She was ready to lay down her life for “Paulina,” but what good could that do now. She knew, however, that Mrs Barnett was not a woman to sink under her misfortunes, and indeed at present there was really no need for any one to despair.

There was no immediate danger to be dreaded, and a catastrophe might even yet be avoided. This Hobson carefully explained to his companions.

Two dangers threatened the island floating along the coast of North America, only two.

It would be drawn by the currents of the open sea to the high Polar latitudes, from which there is no return.

Or the current would take it to the south, perhaps through the Behring Strait into the Pacific Ocean.

In the former contingency, the colonists, shut in by ice and surrounded by impassable icebergs, would have no means of communication with their fellow-creatures, and would die of cold and hunger in the solitudes of the north.

In the latter contingency, Victoria Island, driven by the currents to the western waters of the Pacific, would gradually melt and go to pieces beneath the feet of its inhabitants.

In either case death would await the Lieutenant and his companions, and the fort, erected at the cost of so much labour and suffering, would be destroyed.

But it was scarcely probable that either of these events would happen. The season was already considerably advanced, and in less than three months the sea would again be rendered motion less by the icy hand of the Polar winter. The ocean would again be converted into an ice-field, and by means of sledges they might get to the nearest land—the coast of Russian America if the island remained in the east, or the coast of Asia if it were driven to the west.

“For,” added Hobson, “we have absolutely no control over our floating island. Having no sail to hoist, as in a boat, we cannot guide it in the least. Where it takes us we must go.”

All that Hobson said was clear, concise, and to the point. There could be no doubt that the bitter cold of winter would solder Victoria Island to the vast ice-field, and it was highly probable that it would drift neither too far north nor too far eouth. To have to cross a few hundred miles of ice was no such terrible prospect for brave and resolute men accustomed to long excursions in the Arctic regions. It would be necessary, it was true, to abandon Fort Hope—the object of so many hopes, and to lose the benefit of all their exertions, but what of that? The factory, built upon a shifting soil, could be of no further use to the Company. Sooner or later it would be swallowed up by the ocean, and what was the good of useless regrets? It must, therefore, be deserted as soon as circumstances should permit.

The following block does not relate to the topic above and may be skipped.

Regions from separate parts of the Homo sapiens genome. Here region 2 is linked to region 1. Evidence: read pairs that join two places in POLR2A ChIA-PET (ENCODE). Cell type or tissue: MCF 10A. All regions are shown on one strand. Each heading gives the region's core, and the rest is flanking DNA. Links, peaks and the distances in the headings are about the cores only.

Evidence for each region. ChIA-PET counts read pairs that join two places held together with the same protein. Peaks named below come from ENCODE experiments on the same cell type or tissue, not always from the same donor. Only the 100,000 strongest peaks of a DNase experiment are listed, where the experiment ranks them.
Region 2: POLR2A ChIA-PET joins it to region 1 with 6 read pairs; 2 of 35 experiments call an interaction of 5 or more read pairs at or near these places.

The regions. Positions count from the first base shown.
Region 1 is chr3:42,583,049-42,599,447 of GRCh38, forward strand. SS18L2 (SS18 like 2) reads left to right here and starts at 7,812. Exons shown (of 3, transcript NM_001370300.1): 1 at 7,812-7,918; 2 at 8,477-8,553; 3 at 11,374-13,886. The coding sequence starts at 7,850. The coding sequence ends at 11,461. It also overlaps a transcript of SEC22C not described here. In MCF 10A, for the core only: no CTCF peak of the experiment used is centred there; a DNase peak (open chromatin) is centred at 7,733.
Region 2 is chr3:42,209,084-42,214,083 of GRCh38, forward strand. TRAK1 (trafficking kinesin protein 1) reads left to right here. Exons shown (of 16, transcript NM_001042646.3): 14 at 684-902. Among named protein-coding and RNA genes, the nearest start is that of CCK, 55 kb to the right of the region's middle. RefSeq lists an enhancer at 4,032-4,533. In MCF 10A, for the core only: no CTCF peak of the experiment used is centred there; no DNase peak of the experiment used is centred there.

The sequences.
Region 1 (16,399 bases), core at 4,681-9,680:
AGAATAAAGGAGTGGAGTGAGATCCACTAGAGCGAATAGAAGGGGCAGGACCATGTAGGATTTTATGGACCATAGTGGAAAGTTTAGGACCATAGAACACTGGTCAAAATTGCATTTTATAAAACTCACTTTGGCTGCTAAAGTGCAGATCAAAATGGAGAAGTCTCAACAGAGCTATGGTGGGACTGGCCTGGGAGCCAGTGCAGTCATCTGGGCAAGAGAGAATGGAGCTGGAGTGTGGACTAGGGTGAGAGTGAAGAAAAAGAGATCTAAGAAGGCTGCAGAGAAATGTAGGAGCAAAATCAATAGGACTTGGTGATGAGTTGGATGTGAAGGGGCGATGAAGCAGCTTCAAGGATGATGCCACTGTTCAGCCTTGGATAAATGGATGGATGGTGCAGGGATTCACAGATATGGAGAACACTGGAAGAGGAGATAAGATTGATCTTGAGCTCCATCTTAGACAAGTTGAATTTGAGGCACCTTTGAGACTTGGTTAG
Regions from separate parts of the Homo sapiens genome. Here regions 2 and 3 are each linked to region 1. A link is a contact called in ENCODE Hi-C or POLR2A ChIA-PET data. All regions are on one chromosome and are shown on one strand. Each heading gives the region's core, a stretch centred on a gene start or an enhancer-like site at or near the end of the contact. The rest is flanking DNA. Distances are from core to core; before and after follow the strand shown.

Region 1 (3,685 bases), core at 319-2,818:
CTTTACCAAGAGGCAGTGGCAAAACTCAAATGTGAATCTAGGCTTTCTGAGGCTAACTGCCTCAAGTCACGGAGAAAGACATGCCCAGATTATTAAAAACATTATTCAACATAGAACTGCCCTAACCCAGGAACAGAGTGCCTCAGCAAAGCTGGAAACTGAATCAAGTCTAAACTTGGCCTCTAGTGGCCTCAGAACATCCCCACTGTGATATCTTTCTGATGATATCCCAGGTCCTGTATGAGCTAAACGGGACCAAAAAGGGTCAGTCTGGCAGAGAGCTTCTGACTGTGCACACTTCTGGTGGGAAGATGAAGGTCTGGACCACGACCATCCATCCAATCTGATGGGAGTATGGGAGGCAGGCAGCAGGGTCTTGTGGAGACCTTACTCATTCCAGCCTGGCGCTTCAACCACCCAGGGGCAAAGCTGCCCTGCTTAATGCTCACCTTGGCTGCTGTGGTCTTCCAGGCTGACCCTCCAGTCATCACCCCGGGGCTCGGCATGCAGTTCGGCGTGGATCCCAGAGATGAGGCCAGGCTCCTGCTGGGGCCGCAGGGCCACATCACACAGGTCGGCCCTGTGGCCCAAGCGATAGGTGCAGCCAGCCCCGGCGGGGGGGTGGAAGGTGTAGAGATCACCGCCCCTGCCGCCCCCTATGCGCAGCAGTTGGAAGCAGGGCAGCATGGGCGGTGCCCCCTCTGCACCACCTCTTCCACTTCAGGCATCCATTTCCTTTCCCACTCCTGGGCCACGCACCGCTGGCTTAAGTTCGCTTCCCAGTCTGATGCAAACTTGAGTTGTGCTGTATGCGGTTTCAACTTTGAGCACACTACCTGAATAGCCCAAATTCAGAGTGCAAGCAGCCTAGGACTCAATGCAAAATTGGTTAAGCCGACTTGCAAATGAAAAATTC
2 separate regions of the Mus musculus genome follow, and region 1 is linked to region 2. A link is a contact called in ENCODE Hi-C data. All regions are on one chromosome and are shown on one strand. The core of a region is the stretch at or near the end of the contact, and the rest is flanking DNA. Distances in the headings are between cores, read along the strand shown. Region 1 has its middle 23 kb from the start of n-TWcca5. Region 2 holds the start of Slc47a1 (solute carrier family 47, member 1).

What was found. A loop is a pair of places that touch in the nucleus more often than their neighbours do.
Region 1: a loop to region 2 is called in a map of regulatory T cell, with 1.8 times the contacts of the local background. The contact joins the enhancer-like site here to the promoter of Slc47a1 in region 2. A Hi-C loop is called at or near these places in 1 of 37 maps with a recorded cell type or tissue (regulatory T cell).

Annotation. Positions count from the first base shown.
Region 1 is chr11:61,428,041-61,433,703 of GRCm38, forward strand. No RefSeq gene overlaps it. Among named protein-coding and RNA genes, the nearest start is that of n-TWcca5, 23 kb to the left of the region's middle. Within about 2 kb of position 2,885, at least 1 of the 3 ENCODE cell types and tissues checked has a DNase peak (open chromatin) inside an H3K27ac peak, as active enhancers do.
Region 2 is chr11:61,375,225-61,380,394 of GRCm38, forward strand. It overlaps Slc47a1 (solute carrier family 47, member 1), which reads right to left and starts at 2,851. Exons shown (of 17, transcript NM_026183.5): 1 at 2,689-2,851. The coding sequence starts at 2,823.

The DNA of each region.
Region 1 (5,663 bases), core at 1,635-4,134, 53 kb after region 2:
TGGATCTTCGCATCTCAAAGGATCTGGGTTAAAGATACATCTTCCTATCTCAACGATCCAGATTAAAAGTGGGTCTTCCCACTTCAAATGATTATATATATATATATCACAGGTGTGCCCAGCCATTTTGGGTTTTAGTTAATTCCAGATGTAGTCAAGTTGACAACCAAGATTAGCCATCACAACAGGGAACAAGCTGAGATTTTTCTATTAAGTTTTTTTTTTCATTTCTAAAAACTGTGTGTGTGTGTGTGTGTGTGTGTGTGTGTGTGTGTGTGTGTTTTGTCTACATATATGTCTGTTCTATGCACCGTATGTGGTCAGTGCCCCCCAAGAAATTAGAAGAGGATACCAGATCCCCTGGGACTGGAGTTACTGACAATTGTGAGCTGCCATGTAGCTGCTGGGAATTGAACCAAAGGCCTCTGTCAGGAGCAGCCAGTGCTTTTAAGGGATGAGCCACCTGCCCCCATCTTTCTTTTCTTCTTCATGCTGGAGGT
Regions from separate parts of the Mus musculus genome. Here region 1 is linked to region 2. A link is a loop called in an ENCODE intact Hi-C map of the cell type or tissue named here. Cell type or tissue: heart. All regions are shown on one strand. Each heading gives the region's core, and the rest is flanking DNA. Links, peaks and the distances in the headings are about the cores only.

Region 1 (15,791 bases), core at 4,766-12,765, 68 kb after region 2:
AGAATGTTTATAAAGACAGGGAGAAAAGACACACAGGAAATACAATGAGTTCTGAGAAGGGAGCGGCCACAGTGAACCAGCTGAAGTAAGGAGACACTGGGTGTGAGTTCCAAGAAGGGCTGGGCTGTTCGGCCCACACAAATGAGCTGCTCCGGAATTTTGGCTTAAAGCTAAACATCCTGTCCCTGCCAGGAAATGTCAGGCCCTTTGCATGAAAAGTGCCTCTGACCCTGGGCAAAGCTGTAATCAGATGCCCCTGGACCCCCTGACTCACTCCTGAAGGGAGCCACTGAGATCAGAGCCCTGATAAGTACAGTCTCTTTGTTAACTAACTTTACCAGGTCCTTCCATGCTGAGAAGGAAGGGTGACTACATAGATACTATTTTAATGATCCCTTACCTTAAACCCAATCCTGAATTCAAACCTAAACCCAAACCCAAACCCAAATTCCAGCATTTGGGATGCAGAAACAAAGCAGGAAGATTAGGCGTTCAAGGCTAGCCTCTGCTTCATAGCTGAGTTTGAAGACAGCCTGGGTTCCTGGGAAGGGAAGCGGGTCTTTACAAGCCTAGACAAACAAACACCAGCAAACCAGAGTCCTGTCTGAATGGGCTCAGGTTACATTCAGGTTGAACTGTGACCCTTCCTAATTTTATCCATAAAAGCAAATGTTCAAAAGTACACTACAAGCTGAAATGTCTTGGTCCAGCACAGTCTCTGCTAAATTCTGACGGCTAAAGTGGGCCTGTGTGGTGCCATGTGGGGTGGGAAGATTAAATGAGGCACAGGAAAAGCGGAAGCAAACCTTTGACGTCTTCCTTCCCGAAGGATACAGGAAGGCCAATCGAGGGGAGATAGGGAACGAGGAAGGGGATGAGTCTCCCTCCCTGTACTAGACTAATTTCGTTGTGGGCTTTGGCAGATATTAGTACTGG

The only thing against the safety of the colonists was—and the Lieutenant dwelt long on this point—that during the eight or nine weeks which must elapse before the solidification of the Arctic Ocean, Victoria Island might be dragged too far north or south.

Arctic explorers had often told of pieces of ice being drifted an immense distance without any possibility of stopping them.

Everything then depended on the force and direction of the currents from the opening of Behring Strait; and it would be necessary carefully to ascertain all that a chart of the Arctic Ocean could tell. Hobson had such a chart, and invited all who were with him on the cape to come to his room and look at it; but before going down to the fort he once more urged upon them the necessity of keeping their situation a secret.

“It is not yet desperate,” he said, “and it is therefore quite unnecessary to damp the spirits of our comrades, who will perhaps not be able to understand, as we do, all the chances in our favour.”

“Would it not be prudent to build a boat large enough to hold us all, and strong enough to carry us a few hundred miles over the sea?” observed Mrs Barnett.

“It would be prudent certainly,” said Hobson, “and we will do it. I must think of some pretext for beginning the work at once, and give the necessary orders to the head carpenter. But taking to a boat can only be a forlorn hope when everything else has failed.

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Jules Verne

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